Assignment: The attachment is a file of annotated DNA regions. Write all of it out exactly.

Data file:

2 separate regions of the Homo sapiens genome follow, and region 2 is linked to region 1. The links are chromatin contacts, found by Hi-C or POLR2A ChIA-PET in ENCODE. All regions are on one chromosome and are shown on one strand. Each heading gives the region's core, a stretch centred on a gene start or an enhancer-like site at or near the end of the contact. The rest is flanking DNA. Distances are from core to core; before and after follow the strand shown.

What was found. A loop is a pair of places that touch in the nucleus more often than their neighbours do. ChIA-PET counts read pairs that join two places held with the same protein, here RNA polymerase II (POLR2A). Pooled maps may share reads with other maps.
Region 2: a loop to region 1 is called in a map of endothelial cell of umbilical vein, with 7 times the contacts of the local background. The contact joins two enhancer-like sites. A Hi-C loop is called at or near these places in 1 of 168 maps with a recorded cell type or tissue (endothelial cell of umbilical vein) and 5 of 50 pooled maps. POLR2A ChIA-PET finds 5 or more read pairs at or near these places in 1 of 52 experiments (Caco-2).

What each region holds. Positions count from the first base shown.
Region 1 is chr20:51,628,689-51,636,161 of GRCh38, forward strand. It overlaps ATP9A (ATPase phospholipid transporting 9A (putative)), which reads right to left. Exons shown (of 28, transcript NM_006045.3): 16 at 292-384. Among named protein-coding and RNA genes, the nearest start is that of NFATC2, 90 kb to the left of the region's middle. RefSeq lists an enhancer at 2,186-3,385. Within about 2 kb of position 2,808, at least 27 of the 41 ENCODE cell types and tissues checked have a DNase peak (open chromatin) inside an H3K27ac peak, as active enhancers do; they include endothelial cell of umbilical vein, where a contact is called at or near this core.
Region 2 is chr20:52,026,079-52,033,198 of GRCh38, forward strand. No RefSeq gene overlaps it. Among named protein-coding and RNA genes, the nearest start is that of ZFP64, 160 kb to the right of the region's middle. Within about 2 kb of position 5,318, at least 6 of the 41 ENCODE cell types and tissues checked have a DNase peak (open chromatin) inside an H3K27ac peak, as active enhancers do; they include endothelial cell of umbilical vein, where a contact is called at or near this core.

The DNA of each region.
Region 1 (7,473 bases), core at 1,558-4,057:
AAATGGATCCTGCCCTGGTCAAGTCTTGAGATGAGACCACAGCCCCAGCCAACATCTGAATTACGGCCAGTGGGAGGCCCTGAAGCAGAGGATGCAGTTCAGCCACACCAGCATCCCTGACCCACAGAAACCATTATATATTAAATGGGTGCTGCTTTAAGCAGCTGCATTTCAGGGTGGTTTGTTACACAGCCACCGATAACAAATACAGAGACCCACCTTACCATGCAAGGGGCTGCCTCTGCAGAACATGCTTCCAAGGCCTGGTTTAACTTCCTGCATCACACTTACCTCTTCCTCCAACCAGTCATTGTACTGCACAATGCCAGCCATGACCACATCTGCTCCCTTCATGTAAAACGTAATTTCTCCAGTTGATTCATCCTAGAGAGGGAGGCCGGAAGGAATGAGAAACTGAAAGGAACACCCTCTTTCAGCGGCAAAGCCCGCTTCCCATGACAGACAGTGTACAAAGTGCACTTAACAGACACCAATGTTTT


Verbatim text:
2 separate regions of the Homo sapiens genome follow, and region 2 is linked to region 1. The links are chromatin contacts, found by Hi-C or POLR2A ChIA-PET in ENCODE. All regions are on one chromosome and are shown on one strand. Each heading gives the region's core, a stretch centred on a gene start or an enhancer-like site at or near the end of the contact. The rest is flanking DNA. Distances are from core to core; before and after follow the strand shown.

What was found. A loop is a pair of places that touch in the nucleus more often than their neighbours do. ChIA-PET counts read pairs that join two places held with the same protein, here RNA polymerase II (POLR2A). Pooled maps may share reads with other maps.
Region 2: a loop to region 1 is called in a map of endothelial cell of umbilical vein, with 7 times the contacts of the local background. The contact joins two enhancer-like sites. A Hi-C loop is called at or near these places in 1 of 168 maps with a recorded cell type or tissue (endothelial cell of umbilical vein) and 5 of 50 pooled maps. POLR2A ChIA-PET finds 5 or more read pairs at or near these places in 1 of 52 experiments (Caco-2).

What each region holds. Positions count from the first base shown.
Region 1 is chr20:51,628,689-51,636,161 of GRCh38, forward strand. It overlaps ATP9A (ATPase phospholipid transporting 9A (putative)), which reads right to left. Exons shown (of 28, transcript NM_006045.3): 16 at 292-384. Among named protein-coding and RNA genes, the nearest start is that of NFATC2, 90 kb to the left of the region's middle. RefSeq lists an enhancer at 2,186-3,385. Within about 2 kb of position 2,808, at least 27 of the 41 ENCODE cell types and tissues checked have a DNase peak (open chromatin) inside an H3K27ac peak, as active enhancers do; they include endothelial cell of umbilical vein, where a contact is called at or near this core.
Region 2 is chr20:52,026,079-52,033,198 of GRCh38, forward strand. No RefSeq gene overlaps it. Among named protein-coding and RNA genes, the nearest start is that of ZFP64, 160 kb to the right of the region's middle. Within about 2 kb of position 5,318, at least 6 of the 41 ENCODE cell types and tissues checked have a DNase peak (open chromatin) inside an H3K27ac peak, as active enhancers do; they include endothelial cell of umbilical vein, where a contact is called at or near this core.

The DNA of each region.
Region 1 (7,473 bases), core at 1,558-4,057:
AAATGGATCCTGCCCTGGTCAAGTCTTGAGATGAGACCACAGCCCCAGCCAACATCTGAATTACGGCCAGTGGGAGGCCCTGAAGCAGAGGATGCAGTTCAGCCACACCAGCATCCCTGACCCACAGAAACCATTATATATTAAATGGGTGCTGCTTTAAGCAGCTGCATTTCAGGGTGGTTTGTTACACAGCCACCGATAACAAATACAGAGACCCACCTTACCATGCAAGGGGCTGCCTCTGCAGAACATGCTTCCAAGGCCTGGTTTAACTTCCTGCATCACACTTACCTCTTCCTCCAACCAGTCATTGTACTGCACAATGCCAGCCATGACCACATCTGCTCCCTTCATGTAAAACGTAATTTCTCCAGTTGATTCATCCTAGAGAGGGAGGCCGGAAGGAATGAGAAACTGAAAGGAACACCCTCTTTCAGCGGCAAAGCCCGCTTCCCATGACAGACAGTGTACAAAGTGCACTTAACAGACACCAATGTTTT